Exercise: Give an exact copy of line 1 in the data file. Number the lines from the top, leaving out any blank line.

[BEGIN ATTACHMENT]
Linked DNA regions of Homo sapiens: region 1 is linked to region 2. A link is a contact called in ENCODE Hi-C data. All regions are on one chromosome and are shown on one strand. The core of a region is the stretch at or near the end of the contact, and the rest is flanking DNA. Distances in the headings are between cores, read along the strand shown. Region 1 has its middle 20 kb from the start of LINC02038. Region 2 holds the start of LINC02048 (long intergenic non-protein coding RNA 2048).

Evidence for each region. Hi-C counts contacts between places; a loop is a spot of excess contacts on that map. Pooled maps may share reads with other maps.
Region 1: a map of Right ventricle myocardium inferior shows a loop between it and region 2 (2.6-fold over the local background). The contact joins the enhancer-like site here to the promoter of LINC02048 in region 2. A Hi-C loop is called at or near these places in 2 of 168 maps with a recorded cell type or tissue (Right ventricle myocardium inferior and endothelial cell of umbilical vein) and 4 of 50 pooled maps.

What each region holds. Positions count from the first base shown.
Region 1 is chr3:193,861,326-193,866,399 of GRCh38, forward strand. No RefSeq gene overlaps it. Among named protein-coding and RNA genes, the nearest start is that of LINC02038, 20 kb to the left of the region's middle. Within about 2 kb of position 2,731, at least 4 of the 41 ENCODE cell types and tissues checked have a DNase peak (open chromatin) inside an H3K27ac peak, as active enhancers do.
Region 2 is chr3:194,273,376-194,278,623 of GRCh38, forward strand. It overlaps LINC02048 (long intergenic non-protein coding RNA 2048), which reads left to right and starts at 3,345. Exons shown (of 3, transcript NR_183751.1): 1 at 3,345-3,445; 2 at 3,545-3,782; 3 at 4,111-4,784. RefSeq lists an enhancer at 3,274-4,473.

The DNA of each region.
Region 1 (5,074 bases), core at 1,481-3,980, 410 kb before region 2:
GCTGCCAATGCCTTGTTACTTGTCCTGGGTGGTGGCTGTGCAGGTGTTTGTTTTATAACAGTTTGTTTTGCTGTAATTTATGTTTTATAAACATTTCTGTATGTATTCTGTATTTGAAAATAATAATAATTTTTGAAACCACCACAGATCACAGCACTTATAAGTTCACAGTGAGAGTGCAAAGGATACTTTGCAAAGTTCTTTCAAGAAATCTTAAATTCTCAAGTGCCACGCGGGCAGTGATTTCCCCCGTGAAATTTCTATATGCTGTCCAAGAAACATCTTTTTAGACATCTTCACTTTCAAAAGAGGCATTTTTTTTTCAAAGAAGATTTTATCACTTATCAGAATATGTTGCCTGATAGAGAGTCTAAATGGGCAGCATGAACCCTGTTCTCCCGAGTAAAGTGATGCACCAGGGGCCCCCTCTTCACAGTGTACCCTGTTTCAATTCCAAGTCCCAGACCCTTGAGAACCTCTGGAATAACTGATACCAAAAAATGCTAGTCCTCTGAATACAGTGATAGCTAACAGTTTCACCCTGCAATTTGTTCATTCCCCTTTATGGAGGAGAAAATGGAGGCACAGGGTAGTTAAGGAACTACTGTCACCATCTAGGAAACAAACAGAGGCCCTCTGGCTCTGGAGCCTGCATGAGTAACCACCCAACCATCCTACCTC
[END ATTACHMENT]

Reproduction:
Linked DNA regions of Homo sapiens: region 1 is linked to region 2. A link is a contact called in ENCODE Hi-C data. All regions are on one chromosome and are shown on one strand. The core of a region is the stretch at or near the end of the contact, and the rest is flanking DNA. Distances in the headings are between cores, read along the strand shown. Region 1 has its middle 20 kb from the start of LINC02038. Region 2 holds the start of LINC02048 (long intergenic non-protein coding RNA 2048).